The World Around Us: Remembering the Historic Flood of 94'
During the morning hours of Sunday July 3rd 1994, Tropical Storm Alberto plowed into the southeast.
In the days that followed, over 2 feet of rain fell in some areas across central Georgia swelling streams and rivers including the Ocmulgee which eventually breached banks and burst levees on Wednesday July 6th.
The flood drove 60,000 people from their homes and left 33 people dead across Georgia.
“People just don’t plan for that. It’s devastating but we all rebuild and make things better for the next time,” says Mark Wynn, Deputy Director of the Macon-Bibb Emergency Management Agency.
The cost of damage to homes, businesses, farms, and infrastructure exceeded 800 million dollars in Georgia.
Motorists were stranded in shelters for days as I-75 and I-16 sat under 4 feet of water in some locations.
The floodwaters change the landscape of central Georgia transforming Montezuma into a lake and Americus into an island.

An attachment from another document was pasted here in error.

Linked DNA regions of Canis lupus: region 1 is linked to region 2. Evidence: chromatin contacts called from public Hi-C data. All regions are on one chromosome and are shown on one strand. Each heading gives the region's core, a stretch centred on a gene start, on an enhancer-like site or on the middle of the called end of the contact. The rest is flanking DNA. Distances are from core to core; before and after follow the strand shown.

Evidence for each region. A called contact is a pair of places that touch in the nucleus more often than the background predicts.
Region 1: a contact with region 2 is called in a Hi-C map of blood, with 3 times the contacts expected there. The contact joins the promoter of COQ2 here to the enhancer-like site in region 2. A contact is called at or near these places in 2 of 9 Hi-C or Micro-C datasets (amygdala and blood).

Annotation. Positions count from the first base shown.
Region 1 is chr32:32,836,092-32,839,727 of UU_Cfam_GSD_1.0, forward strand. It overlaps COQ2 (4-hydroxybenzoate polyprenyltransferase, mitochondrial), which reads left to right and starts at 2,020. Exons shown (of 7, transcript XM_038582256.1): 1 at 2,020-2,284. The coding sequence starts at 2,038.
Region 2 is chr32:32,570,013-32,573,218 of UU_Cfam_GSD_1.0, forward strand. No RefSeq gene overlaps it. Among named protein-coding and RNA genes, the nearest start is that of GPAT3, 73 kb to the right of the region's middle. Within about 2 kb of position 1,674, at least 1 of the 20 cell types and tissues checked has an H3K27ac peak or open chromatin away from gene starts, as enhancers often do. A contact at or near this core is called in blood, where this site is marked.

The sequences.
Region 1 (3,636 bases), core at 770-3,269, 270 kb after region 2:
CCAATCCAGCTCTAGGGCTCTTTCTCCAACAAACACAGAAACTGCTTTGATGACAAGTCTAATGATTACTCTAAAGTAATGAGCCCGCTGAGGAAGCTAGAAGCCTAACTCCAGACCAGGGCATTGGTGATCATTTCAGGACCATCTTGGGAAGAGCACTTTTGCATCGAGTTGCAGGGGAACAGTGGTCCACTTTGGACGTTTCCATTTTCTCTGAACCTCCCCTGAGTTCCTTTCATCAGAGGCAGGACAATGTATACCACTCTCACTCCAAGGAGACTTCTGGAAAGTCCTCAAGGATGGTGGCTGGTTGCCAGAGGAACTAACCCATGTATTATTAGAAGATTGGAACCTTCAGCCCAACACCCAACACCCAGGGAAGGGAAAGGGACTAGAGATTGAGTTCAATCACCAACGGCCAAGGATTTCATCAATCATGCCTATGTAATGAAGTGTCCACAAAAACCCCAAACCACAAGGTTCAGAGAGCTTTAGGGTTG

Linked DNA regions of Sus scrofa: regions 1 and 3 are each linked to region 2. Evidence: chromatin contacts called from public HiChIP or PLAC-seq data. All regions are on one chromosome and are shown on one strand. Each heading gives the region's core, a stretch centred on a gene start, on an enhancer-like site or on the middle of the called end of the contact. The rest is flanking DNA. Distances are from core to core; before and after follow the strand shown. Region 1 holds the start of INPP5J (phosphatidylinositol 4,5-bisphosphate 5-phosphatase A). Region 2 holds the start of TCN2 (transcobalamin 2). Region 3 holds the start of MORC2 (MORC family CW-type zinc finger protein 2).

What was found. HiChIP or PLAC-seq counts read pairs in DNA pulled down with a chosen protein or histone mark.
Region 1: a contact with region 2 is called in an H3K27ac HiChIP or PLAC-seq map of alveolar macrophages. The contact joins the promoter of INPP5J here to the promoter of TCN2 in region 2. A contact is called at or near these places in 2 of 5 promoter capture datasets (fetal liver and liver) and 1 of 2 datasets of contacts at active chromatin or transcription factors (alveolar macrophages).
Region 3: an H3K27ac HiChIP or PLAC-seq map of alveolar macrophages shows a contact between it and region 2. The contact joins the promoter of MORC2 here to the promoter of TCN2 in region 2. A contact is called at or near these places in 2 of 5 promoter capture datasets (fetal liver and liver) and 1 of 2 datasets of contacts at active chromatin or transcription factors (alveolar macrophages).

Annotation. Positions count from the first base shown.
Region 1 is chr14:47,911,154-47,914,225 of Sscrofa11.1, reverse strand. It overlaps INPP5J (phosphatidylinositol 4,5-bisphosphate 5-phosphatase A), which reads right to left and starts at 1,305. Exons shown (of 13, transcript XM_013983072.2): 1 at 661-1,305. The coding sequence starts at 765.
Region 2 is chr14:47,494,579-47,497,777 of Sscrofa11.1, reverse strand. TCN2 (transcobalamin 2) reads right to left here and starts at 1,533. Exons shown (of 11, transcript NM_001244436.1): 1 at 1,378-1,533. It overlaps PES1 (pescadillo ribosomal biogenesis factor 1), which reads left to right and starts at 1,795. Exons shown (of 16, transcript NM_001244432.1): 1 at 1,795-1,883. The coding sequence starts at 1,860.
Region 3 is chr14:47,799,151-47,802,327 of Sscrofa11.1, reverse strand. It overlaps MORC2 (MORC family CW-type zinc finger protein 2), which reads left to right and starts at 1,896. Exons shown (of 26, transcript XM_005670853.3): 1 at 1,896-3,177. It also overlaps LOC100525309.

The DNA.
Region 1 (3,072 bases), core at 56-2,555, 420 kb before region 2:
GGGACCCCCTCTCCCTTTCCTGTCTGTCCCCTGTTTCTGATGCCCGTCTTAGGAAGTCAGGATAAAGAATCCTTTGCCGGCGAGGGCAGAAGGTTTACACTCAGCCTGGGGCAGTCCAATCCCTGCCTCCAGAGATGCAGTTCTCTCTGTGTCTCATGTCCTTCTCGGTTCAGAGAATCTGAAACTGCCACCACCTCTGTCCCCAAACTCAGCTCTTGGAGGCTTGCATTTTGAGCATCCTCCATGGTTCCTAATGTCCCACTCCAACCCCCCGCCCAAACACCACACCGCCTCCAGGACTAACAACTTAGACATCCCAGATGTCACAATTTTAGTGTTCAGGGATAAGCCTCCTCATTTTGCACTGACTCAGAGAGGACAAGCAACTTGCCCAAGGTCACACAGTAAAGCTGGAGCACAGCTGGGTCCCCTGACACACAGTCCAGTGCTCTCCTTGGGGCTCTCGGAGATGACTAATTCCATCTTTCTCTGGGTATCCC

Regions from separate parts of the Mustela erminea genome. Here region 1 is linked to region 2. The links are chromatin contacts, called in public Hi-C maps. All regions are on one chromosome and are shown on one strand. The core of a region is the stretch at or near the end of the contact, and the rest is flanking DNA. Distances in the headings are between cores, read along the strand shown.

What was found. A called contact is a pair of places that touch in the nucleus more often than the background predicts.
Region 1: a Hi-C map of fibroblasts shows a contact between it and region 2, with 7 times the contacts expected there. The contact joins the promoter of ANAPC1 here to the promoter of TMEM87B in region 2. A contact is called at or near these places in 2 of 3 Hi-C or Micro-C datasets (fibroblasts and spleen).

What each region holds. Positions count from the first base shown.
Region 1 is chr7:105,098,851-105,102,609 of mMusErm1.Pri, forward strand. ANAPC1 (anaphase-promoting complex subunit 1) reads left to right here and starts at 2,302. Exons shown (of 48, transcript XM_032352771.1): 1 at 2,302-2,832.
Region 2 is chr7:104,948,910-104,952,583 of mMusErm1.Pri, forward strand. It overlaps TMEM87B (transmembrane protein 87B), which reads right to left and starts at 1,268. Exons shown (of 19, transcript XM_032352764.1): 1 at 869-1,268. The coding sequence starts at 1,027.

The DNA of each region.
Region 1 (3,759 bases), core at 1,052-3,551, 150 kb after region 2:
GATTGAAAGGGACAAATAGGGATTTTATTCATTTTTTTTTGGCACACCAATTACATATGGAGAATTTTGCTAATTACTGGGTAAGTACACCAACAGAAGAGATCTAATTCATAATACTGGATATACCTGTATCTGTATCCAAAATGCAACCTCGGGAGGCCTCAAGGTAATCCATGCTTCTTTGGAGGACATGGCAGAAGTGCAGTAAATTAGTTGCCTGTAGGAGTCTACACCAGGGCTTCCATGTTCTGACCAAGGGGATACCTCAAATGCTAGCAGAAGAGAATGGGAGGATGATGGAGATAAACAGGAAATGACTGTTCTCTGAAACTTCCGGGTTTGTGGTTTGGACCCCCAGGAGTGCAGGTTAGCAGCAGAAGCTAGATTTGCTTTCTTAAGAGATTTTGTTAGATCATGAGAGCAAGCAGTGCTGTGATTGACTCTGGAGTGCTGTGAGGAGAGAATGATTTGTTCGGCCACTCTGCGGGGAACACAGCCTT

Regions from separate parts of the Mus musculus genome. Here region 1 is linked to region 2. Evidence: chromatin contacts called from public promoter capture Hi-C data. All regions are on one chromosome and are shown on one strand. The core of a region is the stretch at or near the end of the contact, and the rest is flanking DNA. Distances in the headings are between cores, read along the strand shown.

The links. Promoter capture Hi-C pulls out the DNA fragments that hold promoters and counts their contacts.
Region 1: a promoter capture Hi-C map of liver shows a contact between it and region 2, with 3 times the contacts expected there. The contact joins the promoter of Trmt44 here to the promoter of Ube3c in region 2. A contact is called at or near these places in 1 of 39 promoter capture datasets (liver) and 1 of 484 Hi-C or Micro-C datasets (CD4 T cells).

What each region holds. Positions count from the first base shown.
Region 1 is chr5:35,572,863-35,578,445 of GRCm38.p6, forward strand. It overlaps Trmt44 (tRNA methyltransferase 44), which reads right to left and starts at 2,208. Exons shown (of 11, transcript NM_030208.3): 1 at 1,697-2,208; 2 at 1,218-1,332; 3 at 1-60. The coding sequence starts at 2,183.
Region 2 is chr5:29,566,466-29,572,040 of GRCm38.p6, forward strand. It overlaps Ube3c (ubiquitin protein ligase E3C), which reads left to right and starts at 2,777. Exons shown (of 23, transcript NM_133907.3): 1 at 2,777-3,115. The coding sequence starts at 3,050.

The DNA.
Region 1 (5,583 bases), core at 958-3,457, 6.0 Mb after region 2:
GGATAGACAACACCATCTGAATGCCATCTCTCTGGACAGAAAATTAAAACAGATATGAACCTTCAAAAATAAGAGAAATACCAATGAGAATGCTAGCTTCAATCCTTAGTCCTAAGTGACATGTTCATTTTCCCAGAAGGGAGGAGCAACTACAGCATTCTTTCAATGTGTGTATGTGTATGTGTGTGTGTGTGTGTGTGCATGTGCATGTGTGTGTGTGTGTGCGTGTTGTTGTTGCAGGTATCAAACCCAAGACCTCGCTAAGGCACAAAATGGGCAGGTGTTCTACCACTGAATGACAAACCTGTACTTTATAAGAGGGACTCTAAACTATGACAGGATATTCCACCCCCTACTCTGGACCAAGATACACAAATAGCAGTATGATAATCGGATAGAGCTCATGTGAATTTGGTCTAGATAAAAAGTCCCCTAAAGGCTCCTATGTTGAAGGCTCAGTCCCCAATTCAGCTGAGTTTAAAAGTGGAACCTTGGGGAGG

17 years ago from this date the water level would have been 35 feet high. Now it is so low that you can see the bottom in some areas. Ironically, it would take another tropical storm to relieve us from the drought we're in.
Just as our rivers are drying up now, faucets across Macon followed a similar fate.
The old Macon water treatment facility fell victim to the flood along the banks of the Ocmulgee leaving Macon without water for 3 weeks.
After the waters receded, roads and levees were rebuilt even stronger in hopes a disaster of this magnitude never happens again.